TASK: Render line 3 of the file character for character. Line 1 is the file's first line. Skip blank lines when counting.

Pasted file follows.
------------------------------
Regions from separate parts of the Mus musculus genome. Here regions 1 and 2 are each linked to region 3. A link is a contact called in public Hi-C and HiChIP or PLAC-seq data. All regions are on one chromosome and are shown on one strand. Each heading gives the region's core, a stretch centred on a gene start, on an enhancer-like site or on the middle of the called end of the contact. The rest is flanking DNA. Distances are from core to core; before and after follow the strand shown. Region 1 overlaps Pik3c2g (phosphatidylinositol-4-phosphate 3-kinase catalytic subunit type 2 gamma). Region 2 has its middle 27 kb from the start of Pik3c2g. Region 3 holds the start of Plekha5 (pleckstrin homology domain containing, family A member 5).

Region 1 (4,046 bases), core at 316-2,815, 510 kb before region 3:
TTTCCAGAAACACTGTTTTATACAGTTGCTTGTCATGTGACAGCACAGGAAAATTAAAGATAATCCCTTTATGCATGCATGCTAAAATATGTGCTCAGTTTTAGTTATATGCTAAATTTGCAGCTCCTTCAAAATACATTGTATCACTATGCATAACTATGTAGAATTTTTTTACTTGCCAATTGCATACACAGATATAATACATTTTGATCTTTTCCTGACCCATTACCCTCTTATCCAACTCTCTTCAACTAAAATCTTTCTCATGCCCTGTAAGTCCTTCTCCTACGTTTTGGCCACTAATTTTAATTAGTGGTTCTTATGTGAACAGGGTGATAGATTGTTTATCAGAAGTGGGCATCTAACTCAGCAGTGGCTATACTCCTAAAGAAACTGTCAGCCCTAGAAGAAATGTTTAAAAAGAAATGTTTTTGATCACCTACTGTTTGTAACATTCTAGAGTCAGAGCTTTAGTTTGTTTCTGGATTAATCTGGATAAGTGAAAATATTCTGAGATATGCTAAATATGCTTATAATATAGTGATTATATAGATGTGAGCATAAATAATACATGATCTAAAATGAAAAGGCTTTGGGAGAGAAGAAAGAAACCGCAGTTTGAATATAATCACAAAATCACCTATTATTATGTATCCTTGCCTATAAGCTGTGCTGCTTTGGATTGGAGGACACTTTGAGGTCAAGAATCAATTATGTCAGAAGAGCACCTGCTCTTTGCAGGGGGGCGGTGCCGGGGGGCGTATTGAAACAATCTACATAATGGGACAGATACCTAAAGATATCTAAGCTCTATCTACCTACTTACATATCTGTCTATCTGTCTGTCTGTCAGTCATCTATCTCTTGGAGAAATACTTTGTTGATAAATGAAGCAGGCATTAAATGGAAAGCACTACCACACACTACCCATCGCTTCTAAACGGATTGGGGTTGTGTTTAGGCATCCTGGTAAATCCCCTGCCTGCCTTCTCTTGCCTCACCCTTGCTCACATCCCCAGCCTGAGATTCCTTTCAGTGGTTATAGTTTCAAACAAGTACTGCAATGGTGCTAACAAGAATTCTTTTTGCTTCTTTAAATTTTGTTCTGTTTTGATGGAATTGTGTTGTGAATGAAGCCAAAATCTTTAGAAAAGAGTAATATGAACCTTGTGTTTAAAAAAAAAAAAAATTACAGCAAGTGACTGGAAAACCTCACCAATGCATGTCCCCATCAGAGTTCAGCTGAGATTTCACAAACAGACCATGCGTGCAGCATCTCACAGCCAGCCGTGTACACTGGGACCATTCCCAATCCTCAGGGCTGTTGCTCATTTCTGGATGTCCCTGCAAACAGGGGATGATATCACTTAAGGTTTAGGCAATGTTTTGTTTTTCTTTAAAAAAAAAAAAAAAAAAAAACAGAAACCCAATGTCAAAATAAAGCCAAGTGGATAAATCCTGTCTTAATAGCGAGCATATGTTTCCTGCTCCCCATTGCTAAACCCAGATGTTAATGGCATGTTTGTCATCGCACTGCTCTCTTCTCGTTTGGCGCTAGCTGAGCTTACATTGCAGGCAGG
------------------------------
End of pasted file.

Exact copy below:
TTTCCAGAAACACTGTTTTATACAGTTGCTTGTCATGTGACAGCACAGGAAAATTAAAGATAATCCCTTTATGCATGCATGCTAAAATATGTGCTCAGTTTTAGTTATATGCTAAATTTGCAGCTCCTTCAAAATACATTGTATCACTATGCATAACTATGTAGAATTTTTTTACTTGCCAATTGCATACACAGATATAATACATTTTGATCTTTTCCTGACCCATTACCCTCTTATCCAACTCTCTTCAACTAAAATCTTTCTCATGCCCTGTAAGTCCTTCTCCTACGTTTTGGCCACTAATTTTAATTAGTGGTTCTTATGTGAACAGGGTGATAGATTGTTTATCAGAAGTGGGCATCTAACTCAGCAGTGGCTATACTCCTAAAGAAACTGTCAGCCCTAGAAGAAATGTTTAAAAAGAAATGTTTTTGATCACCTACTGTTTGTAACATTCTAGAGTCAGAGCTTTAGTTTGTTTCTGGATTAATCTGGATAAGTGAAAATATTCTGAGATATGCTAAATATGCTTATAATATAGTGATTATATAGATGTGAGCATAAATAATACATGATCTAAAATGAAAAGGCTTTGGGAGAGAAGAAAGAAACCGCAGTTTGAATATAATCACAAAATCACCTATTATTATGTATCCTTGCCTATAAGCTGTGCTGCTTTGGATTGGAGGACACTTTGAGGTCAAGAATCAATTATGTCAGAAGAGCACCTGCTCTTTGCAGGGGGGCGGTGCCGGGGGGCGTATTGAAACAATCTACATAATGGGACAGATACCTAAAGATATCTAAGCTCTATCTACCTACTTACATATCTGTCTATCTGTCTGTCTGTCAGTCATCTATCTCTTGGAGAAATACTTTGTTGATAAATGAAGCAGGCATTAAATGGAAAGCACTACCACACACTACCCATCGCTTCTAAACGGATTGGGGTTGTGTTTAGGCATCCTGGTAAATCCCCTGCCTGCCTTCTCTTGCCTCACCCTTGCTCACATCCCCAGCCTGAGATTCCTTTCAGTGGTTATAGTTTCAAACAAGTACTGCAATGGTGCTAACAAGAATTCTTTTTGCTTCTTTAAATTTTGTTCTGTTTTGATGGAATTGTGTTGTGAATGAAGCCAAAATCTTTAGAAAAGAGTAATATGAACCTTGTGTTTAAAAAAAAAAAAAATTACAGCAAGTGACTGGAAAACCTCACCAATGCATGTCCCCATCAGAGTTCAGCTGAGATTTCACAAACAGACCATGCGTGCAGCATCTCACAGCCAGCCGTGTACACTGGGACCATTCCCAATCCTCAGGGCTGTTGCTCATTTCTGGATGTCCCTGCAAACAGGGGATGATATCACTTAAGGTTTAGGCAATGTTTTGTTTTTCTTTAAAAAAAAAAAAAAAAAAAAACAGAAACCCAATGTCAAAATAAAGCCAAGTGGATAAATCCTGTCTTAATAGCGAGCATATGTTTCCTGCTCCCCATTGCTAAACCCAGATGTTAATGGCATGTTTGTCATCGCACTGCTCTCTTCTCGTTTGGCGCTAGCTGAGCTTACATTGCAGGCAGG